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Titiana Adinda: Fighting violence against women by ratna ariani
October 20, 2008, 12:17 am
Filed under: artikel, resensi buku

Prodita Sabarini , The Jakarta Post , Jakarta | Sun, 10/19/2008 11:00 AM | People

Writer and women’s rights activist Titiana Adinda, 29, is a fighter: Partly paralyzed by meningoencephalitis in 2004 and laid off upon her return to work 18 months later, she refused to give in to her illness and continued the work she loved the most: Fighting violence against  women.

On a sweltering hot day, Titiana dragged her right foot while leaning on a walking stick.
She posed for the The Jakarta Post photographer by a wall-length  window at the law firm where she now works. “I’m supposed to be able to walk without this walking stick. But I’m still nervous walking without it. I’m afraid of falling,” Titiana said.
“I’m certain, however, that someday I will be able to walk again without using the stick.”

Titiana spoke as if making a promise to herself. Four years ago, after  recovering from a 13-day coma caused by the bacterial infection that attacked her brain, she found herself unable to move the right side of
her body. Now, she can walk and use her right hand. Her speech ability, which  deteriorated after the illness, has been restored. Her determination to get better is parallel with her determination in fighting violence against women.

While she was still seriously ill in 2006, she organized a self-defense class for women and wrote a book about it. In the same year, she volunteered as a fund-raiser at Cipto Mangunkusumo hospital crisis
center for women and children who are victims of abuse, which opened in 2000. She has also published a collection of true stories about violence against women.

“I feel that it is our responsibility to address the problem of violence against women and children. I’m not going to give up on that just because of my illness,” she said.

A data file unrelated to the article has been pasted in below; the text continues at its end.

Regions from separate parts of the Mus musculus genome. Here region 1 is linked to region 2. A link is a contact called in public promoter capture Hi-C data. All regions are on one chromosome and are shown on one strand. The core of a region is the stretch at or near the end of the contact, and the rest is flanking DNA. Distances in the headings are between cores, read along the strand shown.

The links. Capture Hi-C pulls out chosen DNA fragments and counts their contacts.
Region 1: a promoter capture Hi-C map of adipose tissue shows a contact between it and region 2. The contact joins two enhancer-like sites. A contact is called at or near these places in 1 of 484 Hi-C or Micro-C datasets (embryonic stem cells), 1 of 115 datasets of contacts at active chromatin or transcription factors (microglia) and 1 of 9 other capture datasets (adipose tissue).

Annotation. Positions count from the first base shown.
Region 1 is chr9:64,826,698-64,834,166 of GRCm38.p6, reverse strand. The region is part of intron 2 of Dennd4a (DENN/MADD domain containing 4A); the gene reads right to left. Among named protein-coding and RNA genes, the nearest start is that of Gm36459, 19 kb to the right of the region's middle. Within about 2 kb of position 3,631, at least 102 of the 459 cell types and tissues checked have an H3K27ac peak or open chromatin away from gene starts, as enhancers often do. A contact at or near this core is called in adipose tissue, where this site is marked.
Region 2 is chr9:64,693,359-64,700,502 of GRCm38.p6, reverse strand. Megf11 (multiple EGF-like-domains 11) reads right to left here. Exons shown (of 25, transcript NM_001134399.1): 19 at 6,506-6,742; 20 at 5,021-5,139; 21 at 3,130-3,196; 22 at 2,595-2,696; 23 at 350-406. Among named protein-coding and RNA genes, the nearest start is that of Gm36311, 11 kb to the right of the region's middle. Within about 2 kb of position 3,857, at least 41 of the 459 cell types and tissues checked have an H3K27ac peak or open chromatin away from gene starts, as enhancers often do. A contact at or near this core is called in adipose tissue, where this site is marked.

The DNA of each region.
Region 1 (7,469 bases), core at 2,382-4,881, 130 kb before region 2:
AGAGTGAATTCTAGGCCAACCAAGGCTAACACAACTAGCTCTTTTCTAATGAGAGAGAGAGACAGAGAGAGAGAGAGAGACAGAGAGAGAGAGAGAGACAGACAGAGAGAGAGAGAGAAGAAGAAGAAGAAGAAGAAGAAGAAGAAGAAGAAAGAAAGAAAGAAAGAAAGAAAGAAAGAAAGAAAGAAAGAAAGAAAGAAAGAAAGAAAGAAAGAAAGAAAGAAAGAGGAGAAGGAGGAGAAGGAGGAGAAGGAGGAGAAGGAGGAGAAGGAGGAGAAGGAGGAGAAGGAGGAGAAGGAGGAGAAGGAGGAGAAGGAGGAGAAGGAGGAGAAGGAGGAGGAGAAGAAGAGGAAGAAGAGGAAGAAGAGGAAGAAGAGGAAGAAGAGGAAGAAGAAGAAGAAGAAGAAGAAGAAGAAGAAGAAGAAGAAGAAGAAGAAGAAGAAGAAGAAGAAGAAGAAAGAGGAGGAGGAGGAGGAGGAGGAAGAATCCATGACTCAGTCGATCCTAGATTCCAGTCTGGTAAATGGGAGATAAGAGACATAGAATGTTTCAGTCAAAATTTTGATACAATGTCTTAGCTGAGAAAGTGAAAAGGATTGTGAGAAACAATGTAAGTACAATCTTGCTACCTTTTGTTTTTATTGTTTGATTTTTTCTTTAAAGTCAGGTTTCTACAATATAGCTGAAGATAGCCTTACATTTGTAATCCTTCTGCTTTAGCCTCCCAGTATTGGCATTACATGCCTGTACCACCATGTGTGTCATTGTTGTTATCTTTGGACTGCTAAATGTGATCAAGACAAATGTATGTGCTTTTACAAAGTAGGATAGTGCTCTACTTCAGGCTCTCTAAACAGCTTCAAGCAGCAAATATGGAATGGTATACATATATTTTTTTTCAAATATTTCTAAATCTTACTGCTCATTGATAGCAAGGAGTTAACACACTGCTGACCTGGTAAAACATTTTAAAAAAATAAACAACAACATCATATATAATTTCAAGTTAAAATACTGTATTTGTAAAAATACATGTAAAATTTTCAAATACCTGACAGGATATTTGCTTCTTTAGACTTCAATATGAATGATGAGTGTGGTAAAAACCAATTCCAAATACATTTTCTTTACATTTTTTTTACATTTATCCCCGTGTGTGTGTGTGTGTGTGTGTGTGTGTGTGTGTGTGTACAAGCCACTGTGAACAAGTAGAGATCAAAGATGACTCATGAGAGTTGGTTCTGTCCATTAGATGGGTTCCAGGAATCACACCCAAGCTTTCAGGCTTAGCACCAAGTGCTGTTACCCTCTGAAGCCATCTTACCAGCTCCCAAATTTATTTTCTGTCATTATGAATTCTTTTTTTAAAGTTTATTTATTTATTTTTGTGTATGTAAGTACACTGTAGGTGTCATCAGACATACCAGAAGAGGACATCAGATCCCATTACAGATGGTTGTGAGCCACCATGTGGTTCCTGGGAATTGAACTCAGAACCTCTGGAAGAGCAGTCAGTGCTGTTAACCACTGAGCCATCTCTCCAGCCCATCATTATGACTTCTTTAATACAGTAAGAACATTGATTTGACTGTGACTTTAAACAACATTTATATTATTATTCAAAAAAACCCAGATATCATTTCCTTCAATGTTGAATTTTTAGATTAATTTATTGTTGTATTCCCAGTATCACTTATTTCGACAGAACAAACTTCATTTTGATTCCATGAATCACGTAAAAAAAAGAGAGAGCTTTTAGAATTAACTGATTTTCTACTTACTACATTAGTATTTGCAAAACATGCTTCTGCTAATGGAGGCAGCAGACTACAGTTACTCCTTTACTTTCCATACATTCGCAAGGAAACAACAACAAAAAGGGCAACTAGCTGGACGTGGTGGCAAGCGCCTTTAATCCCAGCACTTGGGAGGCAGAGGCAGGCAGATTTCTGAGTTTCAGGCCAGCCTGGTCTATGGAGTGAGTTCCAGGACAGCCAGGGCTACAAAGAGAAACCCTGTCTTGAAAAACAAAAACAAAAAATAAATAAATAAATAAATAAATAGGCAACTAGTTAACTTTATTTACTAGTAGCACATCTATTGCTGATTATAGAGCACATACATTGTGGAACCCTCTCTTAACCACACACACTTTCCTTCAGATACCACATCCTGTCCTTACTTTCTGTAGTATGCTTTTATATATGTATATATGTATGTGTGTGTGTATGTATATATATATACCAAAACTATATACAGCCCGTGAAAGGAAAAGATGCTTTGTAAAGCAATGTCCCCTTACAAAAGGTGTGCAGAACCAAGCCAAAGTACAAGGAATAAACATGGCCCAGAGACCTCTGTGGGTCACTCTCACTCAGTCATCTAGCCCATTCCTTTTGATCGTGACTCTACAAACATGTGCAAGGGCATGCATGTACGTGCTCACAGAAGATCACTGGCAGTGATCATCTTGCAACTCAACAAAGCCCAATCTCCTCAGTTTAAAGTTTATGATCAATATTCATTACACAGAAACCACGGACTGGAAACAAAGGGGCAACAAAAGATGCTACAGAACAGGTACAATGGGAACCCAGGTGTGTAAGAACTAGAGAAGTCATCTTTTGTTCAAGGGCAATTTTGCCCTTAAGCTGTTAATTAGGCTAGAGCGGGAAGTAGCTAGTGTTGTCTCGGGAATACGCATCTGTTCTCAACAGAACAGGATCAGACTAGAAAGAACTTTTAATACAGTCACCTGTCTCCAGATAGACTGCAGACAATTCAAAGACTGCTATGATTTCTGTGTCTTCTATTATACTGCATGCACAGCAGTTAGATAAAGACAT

Currently she is busy looking for donations for the crisis center, which is on the verge of shutting down because of lack of funding for operational costs.
“Victims of abuse receive treatment for free at the crisis center, because usually they do not have access to finance,” she said.
The local administration funds the medicines and medical facilities  needed for the treatment of victims of abuse but does not pay the salaries of the center’s staff. The crisis center has about 20 employees, including doctors, nurses and psychologists.

“We recently received a donation of around Rp 46 million from a UN organization which is enough to cover two months’ operational costs. After those 2 months, we will have to search for donations again,” she
said.
“The operational cost of the center is high because it’s open 24 hours.”
Titiana said that from January to May this year the center treated 298  women and children victims of abuse.
“We need help to keep going,” she said.
Titiana said her passion to help victims of abuse started when she was  at school.

“I used to listen to my friends talking about problems at home, where domestic violence occurs. Domestic violence is all around us and it needs to be addressed,” she said.
Before falling ill, Titiana worked at the National Commission on Violence against Women (Komnas Perempuan).

In her book Harapan Itu Masih Ada (There is Still Hope), she told the story of her illness and how she fought for her right to get severance pay from the commission, which fired her without reason.

“I did not want to write my story at first. It’s really personal and I didn’t want to parade my sadness. But a friend who worked in the publishing company persuaded me to do it,” she said.
A lot of families of patients of meningoencephalitis contacted her after the book came out.
“It’s nice to spread optimism among families and patients about this  illness,” she said.

The doctors have declared that she has been cured of her illness.”I’m really lucky,” she said. “Most of the people that have the illness don’t make it.”

Titiana said she would continue her work as an activist, with several fund-raising projects in mind. She also has ideas for future books. Her next projects will be the memoir of a gay friend who was abused in
Aceh and a book on the lives of obese people.


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